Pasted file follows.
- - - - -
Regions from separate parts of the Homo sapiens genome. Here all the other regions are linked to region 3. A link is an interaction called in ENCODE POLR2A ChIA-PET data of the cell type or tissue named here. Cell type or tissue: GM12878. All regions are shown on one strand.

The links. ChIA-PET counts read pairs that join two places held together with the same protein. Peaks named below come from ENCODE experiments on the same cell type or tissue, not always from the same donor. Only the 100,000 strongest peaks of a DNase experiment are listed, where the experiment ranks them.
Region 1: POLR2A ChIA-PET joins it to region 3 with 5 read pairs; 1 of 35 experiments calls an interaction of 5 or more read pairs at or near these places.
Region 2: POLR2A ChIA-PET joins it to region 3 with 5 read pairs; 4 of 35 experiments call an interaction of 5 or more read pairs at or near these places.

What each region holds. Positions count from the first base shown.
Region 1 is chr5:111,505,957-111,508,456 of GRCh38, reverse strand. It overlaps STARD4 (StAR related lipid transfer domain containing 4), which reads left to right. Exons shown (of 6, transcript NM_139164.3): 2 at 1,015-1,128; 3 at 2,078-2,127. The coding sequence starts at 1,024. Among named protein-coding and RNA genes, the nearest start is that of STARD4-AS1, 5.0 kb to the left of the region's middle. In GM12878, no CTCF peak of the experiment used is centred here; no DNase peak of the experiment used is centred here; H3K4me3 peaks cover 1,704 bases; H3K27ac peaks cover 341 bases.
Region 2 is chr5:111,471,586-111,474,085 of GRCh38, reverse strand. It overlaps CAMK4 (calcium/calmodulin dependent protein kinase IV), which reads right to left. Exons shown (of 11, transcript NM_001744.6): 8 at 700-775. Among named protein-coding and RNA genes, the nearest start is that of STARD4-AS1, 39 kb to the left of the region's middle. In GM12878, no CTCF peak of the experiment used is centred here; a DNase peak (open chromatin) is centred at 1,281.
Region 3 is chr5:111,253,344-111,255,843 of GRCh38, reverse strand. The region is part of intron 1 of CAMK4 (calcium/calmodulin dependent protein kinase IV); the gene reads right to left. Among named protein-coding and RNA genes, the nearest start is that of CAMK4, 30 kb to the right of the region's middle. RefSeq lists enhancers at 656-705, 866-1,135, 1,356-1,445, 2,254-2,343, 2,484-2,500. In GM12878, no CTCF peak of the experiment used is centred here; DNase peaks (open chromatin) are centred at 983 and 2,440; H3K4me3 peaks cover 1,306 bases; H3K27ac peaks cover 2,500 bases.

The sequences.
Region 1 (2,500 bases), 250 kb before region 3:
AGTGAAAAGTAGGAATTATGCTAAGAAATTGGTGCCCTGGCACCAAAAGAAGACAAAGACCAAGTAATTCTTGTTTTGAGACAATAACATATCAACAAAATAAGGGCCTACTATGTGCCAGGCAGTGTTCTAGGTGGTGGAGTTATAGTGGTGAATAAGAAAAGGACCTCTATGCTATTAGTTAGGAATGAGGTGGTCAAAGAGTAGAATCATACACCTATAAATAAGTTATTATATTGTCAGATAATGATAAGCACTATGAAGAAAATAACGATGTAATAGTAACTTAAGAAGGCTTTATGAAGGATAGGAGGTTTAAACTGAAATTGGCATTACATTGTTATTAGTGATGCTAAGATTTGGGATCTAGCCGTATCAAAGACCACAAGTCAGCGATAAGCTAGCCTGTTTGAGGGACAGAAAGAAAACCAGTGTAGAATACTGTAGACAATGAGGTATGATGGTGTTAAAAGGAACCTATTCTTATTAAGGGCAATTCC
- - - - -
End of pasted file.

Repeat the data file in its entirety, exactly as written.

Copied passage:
Regions from separate parts of the Homo sapiens genome. Here all the other regions are linked to region 3. A link is an interaction called in ENCODE POLR2A ChIA-PET data of the cell type or tissue named here. Cell type or tissue: GM12878. All regions are shown on one strand.

The links. ChIA-PET counts read pairs that join two places held together with the same protein. Peaks named below come from ENCODE experiments on the same cell type or tissue, not always from the same donor. Only the 100,000 strongest peaks of a DNase experiment are listed, where the experiment ranks them.
Region 1: POLR2A ChIA-PET joins it to region 3 with 5 read pairs; 1 of 35 experiments calls an interaction of 5 or more read pairs at or near these places.
Region 2: POLR2A ChIA-PET joins it to region 3 with 5 read pairs; 4 of 35 experiments call an interaction of 5 or more read pairs at or near these places.

What each region holds. Positions count from the first base shown.
Region 1 is chr5:111,505,957-111,508,456 of GRCh38, reverse strand. It overlaps STARD4 (StAR related lipid transfer domain containing 4), which reads left to right. Exons shown (of 6, transcript NM_139164.3): 2 at 1,015-1,128; 3 at 2,078-2,127. The coding sequence starts at 1,024. Among named protein-coding and RNA genes, the nearest start is that of STARD4-AS1, 5.0 kb to the left of the region's middle. In GM12878, no CTCF peak of the experiment used is centred here; no DNase peak of the experiment used is centred here; H3K4me3 peaks cover 1,704 bases; H3K27ac peaks cover 341 bases.
Region 2 is chr5:111,471,586-111,474,085 of GRCh38, reverse strand. It overlaps CAMK4 (calcium/calmodulin dependent protein kinase IV), which reads right to left. Exons shown (of 11, transcript NM_001744.6): 8 at 700-775. Among named protein-coding and RNA genes, the nearest start is that of STARD4-AS1, 39 kb to the left of the region's middle. In GM12878, no CTCF peak of the experiment used is centred here; a DNase peak (open chromatin) is centred at 1,281.
Region 3 is chr5:111,253,344-111,255,843 of GRCh38, reverse strand. The region is part of intron 1 of CAMK4 (calcium/calmodulin dependent protein kinase IV); the gene reads right to left. Among named protein-coding and RNA genes, the nearest start is that of CAMK4, 30 kb to the right of the region's middle. RefSeq lists enhancers at 656-705, 866-1,135, 1,356-1,445, 2,254-2,343, 2,484-2,500. In GM12878, no CTCF peak of the experiment used is centred here; DNase peaks (open chromatin) are centred at 983 and 2,440; H3K4me3 peaks cover 1,306 bases; H3K27ac peaks cover 2,500 bases.

The sequences.
Region 1 (2,500 bases), 250 kb before region 3:
AGTGAAAAGTAGGAATTATGCTAAGAAATTGGTGCCCTGGCACCAAAAGAAGACAAAGACCAAGTAATTCTTGTTTTGAGACAATAACATATCAACAAAATAAGGGCCTACTATGTGCCAGGCAGTGTTCTAGGTGGTGGAGTTATAGTGGTGAATAAGAAAAGGACCTCTATGCTATTAGTTAGGAATGAGGTGGTCAAAGAGTAGAATCATACACCTATAAATAAGTTATTATATTGTCAGATAATGATAAGCACTATGAAGAAAATAACGATGTAATAGTAACTTAAGAAGGCTTTATGAAGGATAGGAGGTTTAAACTGAAATTGGCATTACATTGTTATTAGTGATGCTAAGATTTGGGATCTAGCCGTATCAAAGACCACAAGTCAGCGATAAGCTAGCCTGTTTGAGGGACAGAAAGAAAACCAGTGTAGAATACTGTAGACAATGAGGTATGATGGTGTTAAAAGGAACCTATTCTTATTAAGGGCAATTCC